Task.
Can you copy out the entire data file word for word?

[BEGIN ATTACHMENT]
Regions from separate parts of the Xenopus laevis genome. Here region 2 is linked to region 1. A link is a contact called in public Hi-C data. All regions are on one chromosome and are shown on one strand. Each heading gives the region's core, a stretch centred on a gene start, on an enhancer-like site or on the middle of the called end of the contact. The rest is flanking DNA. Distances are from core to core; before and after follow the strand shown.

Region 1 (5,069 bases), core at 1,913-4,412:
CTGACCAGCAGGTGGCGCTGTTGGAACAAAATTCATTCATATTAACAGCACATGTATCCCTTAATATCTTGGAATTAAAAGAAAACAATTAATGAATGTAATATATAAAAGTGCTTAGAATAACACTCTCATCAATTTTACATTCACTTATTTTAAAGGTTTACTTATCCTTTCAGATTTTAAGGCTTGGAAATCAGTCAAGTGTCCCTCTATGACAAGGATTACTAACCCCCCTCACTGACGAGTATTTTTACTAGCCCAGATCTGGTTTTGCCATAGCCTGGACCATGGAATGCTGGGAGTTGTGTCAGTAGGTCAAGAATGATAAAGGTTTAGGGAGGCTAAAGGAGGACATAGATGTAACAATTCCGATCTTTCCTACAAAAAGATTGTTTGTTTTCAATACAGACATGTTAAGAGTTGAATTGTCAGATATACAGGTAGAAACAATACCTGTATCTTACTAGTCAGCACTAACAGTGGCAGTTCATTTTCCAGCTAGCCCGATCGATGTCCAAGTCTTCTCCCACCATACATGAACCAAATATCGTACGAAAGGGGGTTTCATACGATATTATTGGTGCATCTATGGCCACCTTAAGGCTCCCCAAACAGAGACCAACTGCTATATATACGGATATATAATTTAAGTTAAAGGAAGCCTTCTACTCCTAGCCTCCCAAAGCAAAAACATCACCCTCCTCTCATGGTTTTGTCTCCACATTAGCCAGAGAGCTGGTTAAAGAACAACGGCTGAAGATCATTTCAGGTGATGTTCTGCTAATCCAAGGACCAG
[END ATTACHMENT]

Regions from separate parts of the Xenopus laevis genome. Here region 2 is linked to region 1. A link is a contact called in public Hi-C data. All regions are on one chromosome and are shown on one strand. Each heading gives the region's core, a stretch centred on a gene start, on an enhancer-like site or on the middle of the called end of the contact. The rest is flanking DNA. Distances are from core to core; before and after follow the strand shown.

Region 1 (5,069 bases), core at 1,913-4,412:
CTGACCAGCAGGTGGCGCTGTTGGAACAAAATTCATTCATATTAACAGCACATGTATCCCTTAATATCTTGGAATTAAAAGAAAACAATTAATGAATGTAATATATAAAAGTGCTTAGAATAACACTCTCATCAATTTTACATTCACTTATTTTAAAGGTTTACTTATCCTTTCAGATTTTAAGGCTTGGAAATCAGTCAAGTGTCCCTCTATGACAAGGATTACTAACCCCCCTCACTGACGAGTATTTTTACTAGCCCAGATCTGGTTTTGCCATAGCCTGGACCATGGAATGCTGGGAGTTGTGTCAGTAGGTCAAGAATGATAAAGGTTTAGGGAGGCTAAAGGAGGACATAGATGTAACAATTCCGATCTTTCCTACAAAAAGATTGTTTGTTTTCAATACAGACATGTTAAGAGTTGAATTGTCAGATATACAGGTAGAAACAATACCTGTATCTTACTAGTCAGCACTAACAGTGGCAGTTCATTTTCCAGCTAGCCCGATCGATGTCCAAGTCTTCTCCCACCATACATGAACCAAATATCGTACGAAAGGGGGTTTCATACGATATTATTGGTGCATCTATGGCCACCTTAAGGCTCCCCAAACAGAGACCAACTGCTATATATACGGATATATAATTTAAGTTAAAGGAAGCCTTCTACTCCTAGCCTCCCAAAGCAAAAACATCACCCTCCTCTCATGGTTTTGTCTCCACATTAGCCAGAGAGCTGGTTAAAGAACAACGGCTGAAGATCATTTCAGGTGATGTTCTGCTAATCCAAGGACCAG